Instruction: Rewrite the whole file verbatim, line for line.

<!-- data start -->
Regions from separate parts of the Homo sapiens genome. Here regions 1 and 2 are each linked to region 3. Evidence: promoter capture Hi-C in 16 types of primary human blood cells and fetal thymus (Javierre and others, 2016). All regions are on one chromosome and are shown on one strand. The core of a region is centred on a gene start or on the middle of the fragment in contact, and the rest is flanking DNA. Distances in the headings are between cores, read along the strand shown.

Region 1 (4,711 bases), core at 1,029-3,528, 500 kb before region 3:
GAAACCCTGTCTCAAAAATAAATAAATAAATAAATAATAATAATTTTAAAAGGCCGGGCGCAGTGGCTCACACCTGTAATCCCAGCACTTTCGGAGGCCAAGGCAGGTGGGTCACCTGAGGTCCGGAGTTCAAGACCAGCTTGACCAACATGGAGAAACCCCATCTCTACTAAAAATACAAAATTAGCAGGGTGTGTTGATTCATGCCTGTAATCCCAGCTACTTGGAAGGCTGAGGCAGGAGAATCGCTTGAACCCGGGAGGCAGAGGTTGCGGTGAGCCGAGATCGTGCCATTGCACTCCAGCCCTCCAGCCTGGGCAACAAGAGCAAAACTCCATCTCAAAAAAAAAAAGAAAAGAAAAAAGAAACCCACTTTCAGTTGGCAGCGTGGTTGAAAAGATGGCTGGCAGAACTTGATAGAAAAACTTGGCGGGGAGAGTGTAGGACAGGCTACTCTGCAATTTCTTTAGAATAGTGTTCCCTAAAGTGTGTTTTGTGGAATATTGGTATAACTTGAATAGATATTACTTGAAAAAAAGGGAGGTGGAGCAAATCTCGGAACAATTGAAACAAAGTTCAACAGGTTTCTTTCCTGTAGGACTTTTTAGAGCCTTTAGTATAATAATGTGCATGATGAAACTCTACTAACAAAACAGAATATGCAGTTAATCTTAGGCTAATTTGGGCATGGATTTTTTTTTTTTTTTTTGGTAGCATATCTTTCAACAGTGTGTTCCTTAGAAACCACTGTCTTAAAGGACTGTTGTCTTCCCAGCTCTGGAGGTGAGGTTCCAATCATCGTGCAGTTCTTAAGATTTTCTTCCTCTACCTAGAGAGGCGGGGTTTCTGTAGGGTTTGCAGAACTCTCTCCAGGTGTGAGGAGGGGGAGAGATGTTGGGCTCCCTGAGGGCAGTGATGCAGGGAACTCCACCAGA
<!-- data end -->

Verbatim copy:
Regions from separate parts of the Homo sapiens genome. Here regions 1 and 2 are each linked to region 3. Evidence: promoter capture Hi-C in 16 types of primary human blood cells and fetal thymus (Javierre and others, 2016). All regions are on one chromosome and are shown on one strand. The core of a region is centred on a gene start or on the middle of the fragment in contact, and the rest is flanking DNA. Distances in the headings are between cores, read along the strand shown.

Region 1 (4,711 bases), core at 1,029-3,528, 500 kb before region 3:
GAAACCCTGTCTCAAAAATAAATAAATAAATAAATAATAATAATTTTAAAAGGCCGGGCGCAGTGGCTCACACCTGTAATCCCAGCACTTTCGGAGGCCAAGGCAGGTGGGTCACCTGAGGTCCGGAGTTCAAGACCAGCTTGACCAACATGGAGAAACCCCATCTCTACTAAAAATACAAAATTAGCAGGGTGTGTTGATTCATGCCTGTAATCCCAGCTACTTGGAAGGCTGAGGCAGGAGAATCGCTTGAACCCGGGAGGCAGAGGTTGCGGTGAGCCGAGATCGTGCCATTGCACTCCAGCCCTCCAGCCTGGGCAACAAGAGCAAAACTCCATCTCAAAAAAAAAAAGAAAAGAAAAAAGAAACCCACTTTCAGTTGGCAGCGTGGTTGAAAAGATGGCTGGCAGAACTTGATAGAAAAACTTGGCGGGGAGAGTGTAGGACAGGCTACTCTGCAATTTCTTTAGAATAGTGTTCCCTAAAGTGTGTTTTGTGGAATATTGGTATAACTTGAATAGATATTACTTGAAAAAAAGGGAGGTGGAGCAAATCTCGGAACAATTGAAACAAAGTTCAACAGGTTTCTTTCCTGTAGGACTTTTTAGAGCCTTTAGTATAATAATGTGCATGATGAAACTCTACTAACAAAACAGAATATGCAGTTAATCTTAGGCTAATTTGGGCATGGATTTTTTTTTTTTTTTTTGGTAGCATATCTTTCAACAGTGTGTTCCTTAGAAACCACTGTCTTAAAGGACTGTTGTCTTCCCAGCTCTGGAGGTGAGGTTCCAATCATCGTGCAGTTCTTAAGATTTTCTTCCTCTACCTAGAGAGGCGGGGTTTCTGTAGGGTTTGCAGAACTCTCTCCAGGTGTGAGGAGGGGGAGAGATGTTGGGCTCCCTGAGGGCAGTGATGCAGGGAACTCCACCAGA